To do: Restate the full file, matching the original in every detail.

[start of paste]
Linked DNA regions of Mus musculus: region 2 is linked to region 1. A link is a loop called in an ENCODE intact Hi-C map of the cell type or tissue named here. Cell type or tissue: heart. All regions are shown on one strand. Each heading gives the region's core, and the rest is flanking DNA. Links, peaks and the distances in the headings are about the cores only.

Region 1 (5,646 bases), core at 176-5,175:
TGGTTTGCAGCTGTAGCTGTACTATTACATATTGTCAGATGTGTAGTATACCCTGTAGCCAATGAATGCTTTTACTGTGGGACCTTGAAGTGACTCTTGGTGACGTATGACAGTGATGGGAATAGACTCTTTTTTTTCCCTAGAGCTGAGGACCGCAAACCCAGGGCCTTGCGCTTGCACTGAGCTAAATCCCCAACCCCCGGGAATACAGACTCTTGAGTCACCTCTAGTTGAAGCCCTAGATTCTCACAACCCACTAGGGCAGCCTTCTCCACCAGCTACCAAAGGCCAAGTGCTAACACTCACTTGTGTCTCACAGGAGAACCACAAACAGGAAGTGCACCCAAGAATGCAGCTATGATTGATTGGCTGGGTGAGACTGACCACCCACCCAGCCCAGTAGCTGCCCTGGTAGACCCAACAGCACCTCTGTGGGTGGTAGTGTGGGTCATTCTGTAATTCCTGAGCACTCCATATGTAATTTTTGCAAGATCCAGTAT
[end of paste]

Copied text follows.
Linked DNA regions of Mus musculus: region 2 is linked to region 1. A link is a loop called in an ENCODE intact Hi-C map of the cell type or tissue named here. Cell type or tissue: heart. All regions are shown on one strand. Each heading gives the region's core, and the rest is flanking DNA. Links, peaks and the distances in the headings are about the cores only.

Region 1 (5,646 bases), core at 176-5,175:
TGGTTTGCAGCTGTAGCTGTACTATTACATATTGTCAGATGTGTAGTATACCCTGTAGCCAATGAATGCTTTTACTGTGGGACCTTGAAGTGACTCTTGGTGACGTATGACAGTGATGGGAATAGACTCTTTTTTTTCCCTAGAGCTGAGGACCGCAAACCCAGGGCCTTGCGCTTGCACTGAGCTAAATCCCCAACCCCCGGGAATACAGACTCTTGAGTCACCTCTAGTTGAAGCCCTAGATTCTCACAACCCACTAGGGCAGCCTTCTCCACCAGCTACCAAAGGCCAAGTGCTAACACTCACTTGTGTCTCACAGGAGAACCACAAACAGGAAGTGCACCCAAGAATGCAGCTATGATTGATTGGCTGGGTGAGACTGACCACCCACCCAGCCCAGTAGCTGCCCTGGTAGACCCAACAGCACCTCTGTGGGTGGTAGTGTGGGTCATTCTGTAATTCCTGAGCACTCCATATGTAATTTTTGCAAGATCCAGTAT